|Massacre of Constantinople|
The Fourth Crusade had a devastating impact on the Byzantine Empire and its capital, Constantinople. For an enormous charge, the Venetians offered to transport the forces of the Fourth Crusade to Egypt to fight the Muslim “infidels.”
But the Venetians never intended to attack the Egyptian Muslim rulers, with whom they had an extensive and lucrative trade. Instead after some maneuvering, the Venetians convinced the crusaders to attack and take Zara, a strategic and rich Adriatic port. The spoils from Zara were divided among the Venetians and the crusaders.
The crusaders then ignored the orders of Pope Innocent III not to attack Byzantium. In 1204 the crusaders, aboard Venetian ships, landed at Constantinople, then the richest city in Europe. The aged Venetian doge, Enrico Dandolo, personally led the crusaders, mostly French, into the city. Hundreds of Muslim worshippers were killed as well as several thousand Greek Christians, considered as heretics by Latin Catholics.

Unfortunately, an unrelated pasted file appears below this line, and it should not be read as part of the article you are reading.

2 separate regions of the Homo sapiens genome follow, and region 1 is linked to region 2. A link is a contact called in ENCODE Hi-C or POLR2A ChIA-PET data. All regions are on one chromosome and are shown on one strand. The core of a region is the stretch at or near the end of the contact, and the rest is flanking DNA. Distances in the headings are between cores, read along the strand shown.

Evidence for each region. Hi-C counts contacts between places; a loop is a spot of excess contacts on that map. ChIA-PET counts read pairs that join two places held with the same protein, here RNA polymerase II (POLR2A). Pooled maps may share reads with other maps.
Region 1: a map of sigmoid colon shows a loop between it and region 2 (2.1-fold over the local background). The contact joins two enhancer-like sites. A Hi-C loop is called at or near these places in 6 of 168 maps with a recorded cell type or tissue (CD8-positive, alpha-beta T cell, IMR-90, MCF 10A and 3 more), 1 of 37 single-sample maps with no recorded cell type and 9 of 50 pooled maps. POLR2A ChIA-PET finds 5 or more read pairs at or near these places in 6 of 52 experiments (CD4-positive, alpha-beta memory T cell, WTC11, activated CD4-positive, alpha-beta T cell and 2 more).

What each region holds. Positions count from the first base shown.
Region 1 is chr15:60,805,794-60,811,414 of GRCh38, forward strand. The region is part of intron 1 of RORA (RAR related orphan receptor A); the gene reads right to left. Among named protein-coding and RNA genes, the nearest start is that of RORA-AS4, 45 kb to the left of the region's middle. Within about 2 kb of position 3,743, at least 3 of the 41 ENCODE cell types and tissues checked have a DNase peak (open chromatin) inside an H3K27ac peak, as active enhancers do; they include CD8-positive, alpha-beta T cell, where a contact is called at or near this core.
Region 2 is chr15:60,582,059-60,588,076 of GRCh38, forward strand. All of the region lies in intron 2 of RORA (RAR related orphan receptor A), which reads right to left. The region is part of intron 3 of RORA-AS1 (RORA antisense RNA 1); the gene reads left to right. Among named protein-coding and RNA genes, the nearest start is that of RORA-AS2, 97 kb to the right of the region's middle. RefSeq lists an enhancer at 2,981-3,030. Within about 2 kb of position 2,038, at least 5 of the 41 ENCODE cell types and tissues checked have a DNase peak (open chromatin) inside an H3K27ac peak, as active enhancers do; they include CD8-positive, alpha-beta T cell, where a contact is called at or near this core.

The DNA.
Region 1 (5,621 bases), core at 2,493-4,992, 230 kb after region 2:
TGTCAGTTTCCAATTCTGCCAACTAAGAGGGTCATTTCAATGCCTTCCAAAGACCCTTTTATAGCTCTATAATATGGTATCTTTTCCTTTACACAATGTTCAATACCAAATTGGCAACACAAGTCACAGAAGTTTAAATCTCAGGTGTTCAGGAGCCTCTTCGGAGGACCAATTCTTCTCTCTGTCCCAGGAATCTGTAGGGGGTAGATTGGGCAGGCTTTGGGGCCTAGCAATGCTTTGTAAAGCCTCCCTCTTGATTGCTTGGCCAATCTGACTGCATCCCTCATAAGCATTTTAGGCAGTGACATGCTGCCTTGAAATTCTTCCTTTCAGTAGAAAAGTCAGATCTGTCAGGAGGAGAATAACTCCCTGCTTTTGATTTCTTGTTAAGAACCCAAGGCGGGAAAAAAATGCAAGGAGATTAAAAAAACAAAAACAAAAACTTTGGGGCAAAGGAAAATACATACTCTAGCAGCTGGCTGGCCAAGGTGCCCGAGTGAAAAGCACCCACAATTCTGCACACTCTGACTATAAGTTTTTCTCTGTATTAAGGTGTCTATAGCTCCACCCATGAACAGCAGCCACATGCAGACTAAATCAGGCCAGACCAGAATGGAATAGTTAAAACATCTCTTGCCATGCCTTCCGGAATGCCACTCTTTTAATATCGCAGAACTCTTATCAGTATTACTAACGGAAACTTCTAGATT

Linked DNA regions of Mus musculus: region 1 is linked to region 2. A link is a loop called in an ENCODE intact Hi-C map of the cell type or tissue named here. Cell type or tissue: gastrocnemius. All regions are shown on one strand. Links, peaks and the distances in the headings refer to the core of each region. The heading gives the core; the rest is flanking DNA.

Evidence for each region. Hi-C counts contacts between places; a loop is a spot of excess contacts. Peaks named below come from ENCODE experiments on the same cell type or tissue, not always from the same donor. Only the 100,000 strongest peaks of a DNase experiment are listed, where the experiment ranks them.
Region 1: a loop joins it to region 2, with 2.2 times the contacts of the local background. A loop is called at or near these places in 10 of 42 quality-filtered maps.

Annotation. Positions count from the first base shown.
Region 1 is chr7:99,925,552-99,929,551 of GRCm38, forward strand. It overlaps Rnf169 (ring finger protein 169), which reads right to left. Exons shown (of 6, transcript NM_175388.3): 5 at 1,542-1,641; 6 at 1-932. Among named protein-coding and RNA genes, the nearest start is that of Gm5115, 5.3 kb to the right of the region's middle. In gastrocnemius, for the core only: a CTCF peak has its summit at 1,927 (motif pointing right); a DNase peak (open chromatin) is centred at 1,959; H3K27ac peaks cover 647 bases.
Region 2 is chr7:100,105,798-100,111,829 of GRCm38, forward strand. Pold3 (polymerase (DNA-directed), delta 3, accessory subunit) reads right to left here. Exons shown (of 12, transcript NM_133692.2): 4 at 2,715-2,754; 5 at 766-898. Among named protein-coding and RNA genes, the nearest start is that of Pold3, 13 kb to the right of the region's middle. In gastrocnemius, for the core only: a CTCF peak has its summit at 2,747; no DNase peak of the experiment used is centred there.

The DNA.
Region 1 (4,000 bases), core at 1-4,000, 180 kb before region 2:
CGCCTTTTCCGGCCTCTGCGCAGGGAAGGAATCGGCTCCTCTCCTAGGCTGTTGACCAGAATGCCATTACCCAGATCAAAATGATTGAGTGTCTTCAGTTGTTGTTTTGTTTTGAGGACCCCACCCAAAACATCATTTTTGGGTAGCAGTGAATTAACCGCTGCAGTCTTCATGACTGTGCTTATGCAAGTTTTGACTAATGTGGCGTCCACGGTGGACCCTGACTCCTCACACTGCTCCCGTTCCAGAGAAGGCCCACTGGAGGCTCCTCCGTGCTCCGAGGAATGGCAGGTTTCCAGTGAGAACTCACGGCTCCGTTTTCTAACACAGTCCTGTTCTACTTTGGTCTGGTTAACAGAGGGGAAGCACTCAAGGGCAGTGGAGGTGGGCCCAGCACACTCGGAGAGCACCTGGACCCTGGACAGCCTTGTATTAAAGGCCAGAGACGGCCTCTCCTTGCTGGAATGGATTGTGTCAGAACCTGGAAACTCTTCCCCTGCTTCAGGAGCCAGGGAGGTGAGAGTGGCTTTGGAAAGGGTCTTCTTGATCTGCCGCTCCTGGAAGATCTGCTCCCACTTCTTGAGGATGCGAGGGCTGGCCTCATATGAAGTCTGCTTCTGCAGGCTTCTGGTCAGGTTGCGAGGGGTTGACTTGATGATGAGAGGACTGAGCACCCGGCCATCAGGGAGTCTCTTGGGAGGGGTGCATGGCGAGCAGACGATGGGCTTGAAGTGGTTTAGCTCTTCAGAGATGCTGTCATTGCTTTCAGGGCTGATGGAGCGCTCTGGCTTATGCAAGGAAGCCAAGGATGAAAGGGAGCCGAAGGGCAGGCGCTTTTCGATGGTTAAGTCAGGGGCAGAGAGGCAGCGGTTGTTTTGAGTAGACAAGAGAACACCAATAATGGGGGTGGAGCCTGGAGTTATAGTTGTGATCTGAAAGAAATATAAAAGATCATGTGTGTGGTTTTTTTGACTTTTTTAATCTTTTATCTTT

Having traded extensively with Byzantine merchants, the Venetians were familiar with the city and its treasures and embarked on extensive and systematic destruction, pillaging, and theft of the city’s wealth. To the present day, many art collections in Venice, including the famous bronze horses overlooking Piazza di San Marco, were stolen from Constantinople in 1204.
The crusaders installed Baldwin of Flanders as head of the new Latin Kingdom of Constantinople and replaced the Greek clergy with Latin clergy. The Latin Kingdom proved short-lived and after its collapse Greek Byzantine rulers returned to Constantinople, but the city never regained its former glory or power.
|Enrico Dandolo, Venetian doge that led the crusaders into Constantinople|